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Paul Poole on hybrid future for events

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It’s not just yachts that are going hybrid. Yachting events from regattas to boat shows may also have to incorporate alternative and modified formats alongside each other.

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Last year’s Phuket King’s Cup was postponed; Photo: Guy Nowell

 

A year ago, many in our industry started to wonder: what will events look like on the ‘other side’ of Covid-19? More recently, we were asked to share our thoughts on what could be expected from consumers once restrictions started to ease.

 

We predicted some events would continue through the Covid-19 pandemic, albeit in a slimmed-down version during such times of uncertainty. Happily, that has been the case. Yacht clubs like the Royal Hong Kong Yacht Club, the Royal Varuna Yacht Club in Thailand and the Republic of Singapore Yacht Club have continued with many of their sailing programmes and races.

 

Of course, we must realise we are far from a ‘doors now open’ situation and will continue to see cancellations and postponements for a while longer.

 

For example, the 34th Phuket King’s Cup Regatta scheduled for late last year was postponed amid growing uncertainty regarding international travel and quarantine requirements during a third wave of the Covid-19 pandemic in some countries. Similarly, the 2020 and 2021 editions of many yacht shows in the region have been postponed.

 

However, the industry now has the benefit of learning from best practices executed over the last year and has access to popular opinion data, so we have a more informed view of what the events world will look like on the ‘other side’ and whether people will be willing to attend events as restrictions ease.

 

The Thailand Yacht Show in January 2020

 

In January and February this year, IMI International researched 100,000 people across 39 countries. It identified that, due to elevating Covid-19 cases and concerns around new variants and the number of vaccinations being administered, the global timeframe for the end to the Covid-19 pandemic is now extended by three months.

 

That delay is further fuelling the significant and growing pent-up demand for attending events. For example, according to the IMI International research, the interest in live sporting events has risen to 32 per cent, live concerts is at 40 per cent and outdoor events is at 54 per cent.

 

The report also highlights that one in seven individuals will not visit family and friends or go to a dinner party without a Covid-19 vaccination; 43 per cent will not go to a club or bar without a vaccination; and 48 per cent will not travel outside of their country without a vaccination.

 

People have also stated they would be more comfortable returning to outdoor, spaced events than crowded indoor experiences. It is clear that behaviours have changed and event organisers will need to consider this when planning future events. So yes, people are still hungry for event experiences.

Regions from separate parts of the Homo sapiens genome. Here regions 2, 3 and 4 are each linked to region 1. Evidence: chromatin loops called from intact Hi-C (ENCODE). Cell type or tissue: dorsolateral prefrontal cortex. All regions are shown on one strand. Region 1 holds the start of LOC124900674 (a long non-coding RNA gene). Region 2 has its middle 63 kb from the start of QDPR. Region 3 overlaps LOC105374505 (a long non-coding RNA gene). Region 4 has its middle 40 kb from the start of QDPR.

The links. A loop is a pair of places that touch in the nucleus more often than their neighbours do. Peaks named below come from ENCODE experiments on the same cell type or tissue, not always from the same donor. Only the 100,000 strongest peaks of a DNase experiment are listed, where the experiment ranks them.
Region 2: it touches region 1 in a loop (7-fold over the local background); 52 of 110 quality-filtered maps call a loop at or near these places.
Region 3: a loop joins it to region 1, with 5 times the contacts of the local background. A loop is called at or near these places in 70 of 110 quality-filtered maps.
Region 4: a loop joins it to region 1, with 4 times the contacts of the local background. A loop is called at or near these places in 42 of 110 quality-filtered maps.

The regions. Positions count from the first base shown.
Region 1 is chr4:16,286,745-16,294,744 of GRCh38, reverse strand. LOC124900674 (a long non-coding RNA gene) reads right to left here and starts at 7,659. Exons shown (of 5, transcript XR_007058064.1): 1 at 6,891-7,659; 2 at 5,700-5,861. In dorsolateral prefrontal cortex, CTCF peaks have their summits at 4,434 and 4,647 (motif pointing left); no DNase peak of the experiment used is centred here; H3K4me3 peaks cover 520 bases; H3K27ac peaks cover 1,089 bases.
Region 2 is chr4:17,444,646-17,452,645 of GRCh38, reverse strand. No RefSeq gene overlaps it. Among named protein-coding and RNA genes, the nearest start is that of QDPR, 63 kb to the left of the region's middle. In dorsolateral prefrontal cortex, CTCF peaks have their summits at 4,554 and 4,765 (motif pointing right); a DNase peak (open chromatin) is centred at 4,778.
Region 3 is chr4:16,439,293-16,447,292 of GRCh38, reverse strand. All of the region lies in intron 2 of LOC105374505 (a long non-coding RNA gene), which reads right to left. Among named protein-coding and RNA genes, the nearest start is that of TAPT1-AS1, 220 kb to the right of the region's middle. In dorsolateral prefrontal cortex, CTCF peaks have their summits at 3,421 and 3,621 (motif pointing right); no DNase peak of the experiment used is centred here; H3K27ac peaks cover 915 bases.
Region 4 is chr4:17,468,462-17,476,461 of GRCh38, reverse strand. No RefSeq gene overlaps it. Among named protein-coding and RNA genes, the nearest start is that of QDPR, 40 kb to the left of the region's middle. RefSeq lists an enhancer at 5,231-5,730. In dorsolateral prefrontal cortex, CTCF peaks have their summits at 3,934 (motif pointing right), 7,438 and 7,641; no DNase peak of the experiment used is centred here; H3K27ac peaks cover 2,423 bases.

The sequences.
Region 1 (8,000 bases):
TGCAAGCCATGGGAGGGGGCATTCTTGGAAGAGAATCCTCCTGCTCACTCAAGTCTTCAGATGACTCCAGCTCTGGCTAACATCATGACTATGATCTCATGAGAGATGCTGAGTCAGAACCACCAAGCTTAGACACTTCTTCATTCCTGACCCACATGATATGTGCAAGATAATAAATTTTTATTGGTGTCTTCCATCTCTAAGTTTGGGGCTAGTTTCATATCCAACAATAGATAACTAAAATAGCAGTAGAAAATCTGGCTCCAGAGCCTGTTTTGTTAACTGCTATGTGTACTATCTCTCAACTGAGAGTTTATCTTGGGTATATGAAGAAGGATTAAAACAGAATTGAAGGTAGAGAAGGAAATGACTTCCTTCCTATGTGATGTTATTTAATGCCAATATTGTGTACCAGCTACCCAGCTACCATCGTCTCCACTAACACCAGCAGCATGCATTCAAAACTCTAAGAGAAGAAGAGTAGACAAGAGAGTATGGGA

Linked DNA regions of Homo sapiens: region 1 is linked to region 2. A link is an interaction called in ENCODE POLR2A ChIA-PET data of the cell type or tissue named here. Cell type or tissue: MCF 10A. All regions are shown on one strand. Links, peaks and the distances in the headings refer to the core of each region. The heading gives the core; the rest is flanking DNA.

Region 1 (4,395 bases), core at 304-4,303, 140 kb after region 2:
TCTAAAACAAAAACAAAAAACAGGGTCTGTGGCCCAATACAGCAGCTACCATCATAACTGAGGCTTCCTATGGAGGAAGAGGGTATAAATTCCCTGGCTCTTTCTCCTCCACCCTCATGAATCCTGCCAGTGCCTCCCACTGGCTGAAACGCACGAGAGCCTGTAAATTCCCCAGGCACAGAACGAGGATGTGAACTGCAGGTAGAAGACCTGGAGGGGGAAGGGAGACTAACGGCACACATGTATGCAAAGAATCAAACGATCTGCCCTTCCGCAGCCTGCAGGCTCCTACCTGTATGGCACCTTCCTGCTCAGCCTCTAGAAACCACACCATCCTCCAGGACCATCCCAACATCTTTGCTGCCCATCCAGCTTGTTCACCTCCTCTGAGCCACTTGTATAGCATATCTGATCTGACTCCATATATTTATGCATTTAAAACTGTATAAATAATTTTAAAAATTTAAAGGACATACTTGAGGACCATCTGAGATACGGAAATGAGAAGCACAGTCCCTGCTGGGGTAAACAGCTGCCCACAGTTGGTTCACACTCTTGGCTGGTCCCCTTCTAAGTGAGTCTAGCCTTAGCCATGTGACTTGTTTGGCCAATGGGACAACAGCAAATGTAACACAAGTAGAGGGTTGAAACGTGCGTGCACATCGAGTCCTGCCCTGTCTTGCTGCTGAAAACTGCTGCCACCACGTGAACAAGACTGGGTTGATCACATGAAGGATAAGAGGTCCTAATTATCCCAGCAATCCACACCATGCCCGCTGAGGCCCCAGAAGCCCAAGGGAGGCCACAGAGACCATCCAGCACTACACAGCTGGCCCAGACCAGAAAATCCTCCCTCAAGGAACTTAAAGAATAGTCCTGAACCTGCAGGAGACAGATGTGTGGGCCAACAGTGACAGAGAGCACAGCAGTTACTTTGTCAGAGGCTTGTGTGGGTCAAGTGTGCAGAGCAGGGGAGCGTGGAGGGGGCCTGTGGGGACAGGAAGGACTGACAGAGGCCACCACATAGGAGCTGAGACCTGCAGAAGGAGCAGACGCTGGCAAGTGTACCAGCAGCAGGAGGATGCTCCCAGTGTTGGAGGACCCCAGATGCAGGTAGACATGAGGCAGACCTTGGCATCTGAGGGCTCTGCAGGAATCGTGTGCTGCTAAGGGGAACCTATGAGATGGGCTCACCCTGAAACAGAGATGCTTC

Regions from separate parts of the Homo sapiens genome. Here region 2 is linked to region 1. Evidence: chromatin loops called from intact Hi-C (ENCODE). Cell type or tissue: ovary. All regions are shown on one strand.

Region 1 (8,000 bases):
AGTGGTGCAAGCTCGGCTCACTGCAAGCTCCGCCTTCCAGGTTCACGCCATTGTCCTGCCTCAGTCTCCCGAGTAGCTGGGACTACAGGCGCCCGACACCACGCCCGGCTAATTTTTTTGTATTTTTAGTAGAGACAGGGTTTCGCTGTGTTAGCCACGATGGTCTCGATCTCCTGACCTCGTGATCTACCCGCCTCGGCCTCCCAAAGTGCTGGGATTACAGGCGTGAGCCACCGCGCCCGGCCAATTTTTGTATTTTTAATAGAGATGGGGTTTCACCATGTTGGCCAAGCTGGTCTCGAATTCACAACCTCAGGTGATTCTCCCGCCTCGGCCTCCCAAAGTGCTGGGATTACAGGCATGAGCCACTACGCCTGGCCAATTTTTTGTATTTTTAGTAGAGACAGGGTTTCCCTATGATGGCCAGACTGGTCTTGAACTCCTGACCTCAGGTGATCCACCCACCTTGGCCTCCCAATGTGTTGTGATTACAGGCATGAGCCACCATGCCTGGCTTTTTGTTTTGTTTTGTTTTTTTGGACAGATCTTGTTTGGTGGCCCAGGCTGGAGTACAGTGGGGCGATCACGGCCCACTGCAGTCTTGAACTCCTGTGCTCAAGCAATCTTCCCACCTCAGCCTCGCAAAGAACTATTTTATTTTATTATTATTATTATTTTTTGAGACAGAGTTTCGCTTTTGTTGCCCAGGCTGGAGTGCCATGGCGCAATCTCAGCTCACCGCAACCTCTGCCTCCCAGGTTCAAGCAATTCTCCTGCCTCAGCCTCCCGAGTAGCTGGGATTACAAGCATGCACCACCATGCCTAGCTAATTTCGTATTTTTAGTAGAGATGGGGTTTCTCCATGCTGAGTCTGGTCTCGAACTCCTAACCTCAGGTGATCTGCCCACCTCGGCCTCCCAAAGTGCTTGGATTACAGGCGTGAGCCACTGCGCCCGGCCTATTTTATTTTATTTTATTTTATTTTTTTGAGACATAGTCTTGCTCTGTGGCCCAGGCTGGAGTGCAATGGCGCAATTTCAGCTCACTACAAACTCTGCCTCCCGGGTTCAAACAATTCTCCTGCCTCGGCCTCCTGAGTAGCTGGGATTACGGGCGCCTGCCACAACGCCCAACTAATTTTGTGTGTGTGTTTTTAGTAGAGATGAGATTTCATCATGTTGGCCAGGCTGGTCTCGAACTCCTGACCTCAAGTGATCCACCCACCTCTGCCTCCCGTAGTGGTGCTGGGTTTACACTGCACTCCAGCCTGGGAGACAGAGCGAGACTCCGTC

The IMI International research also revealed that over 58 per cent of respondents attended a

virtual event in the last year, with 40 per cent of those attending a virtual entertainment event. And 58 per cent stated they would continue to attend a virtual event after live events return,

with 64 per cent of those aged under 35.

 

The first Beneteau Cup Hong Kong in mid-May 2021 attracted over 20 entries

 

Those figures suggest that sponsorship activation and engagement with attendees and an elevated online experience will see virtual events continue after the Covid-19 pandemic.

 

This leaves us with another question: Is the future to be virtual events? Not necessarily. In our opinion, event organisers will need to plan a blended approach. And although the postponement of the events we mentioned previously will disappoint many, I predict these events will re-emerge as highly successful hybrid events.

 

For some individuals, virtual events are on a par with ‘safer live’ events. Safer live events include enhanced safety protocols such as an audience of vaccinated attendees only, drive-in options where they can watch safely from their vehicle, or watching live but socially distanced in their bubbles.

 

Safety is the new currency and opportunity for brands and brand impact. Virtual events are perceived as more convenient, easier to access, more affordable and innovative. They are a good way for fans to support artists and musicians, and gain pleasure from experiences they couldn’t normally access.

 

Live events are more exciting and memorable. But for live events to be successful, communication to attendees around safety, including hand sanitiser, mask-wearing and handwashing stations, is key in building confidence that will influence their decision to attend. This, in turn, leads to more commercial sponsorship and partnership marketing opportunities.

 

Throughout 2020 and 2021, our priority has been working with clients, sponsors and partners, helping them make decisions that would ensure they remained strong and buoyant in such uncertain times. We believe those who have stayed active with their marketing and acted on available data, those who have made plans to address the public’s new mindset, can now emerge as better prepared to move forward.

 

PAUL POOLE

Poole is the founder, Managing Director and Chairman of Paul Poole (South East Asia) Co., Ltd., an independent marketing consultancy based in Bangkok, Thailand. The company specialises in commercial sponsorship and partnership marketing, working with both rights holders and brands. It has packaged, sold and managed sponsorship and partnership opportunities for several of Southeast Asia’s leading yachting events.
www.paulpoole.co.th / info@paulpoole.co.th

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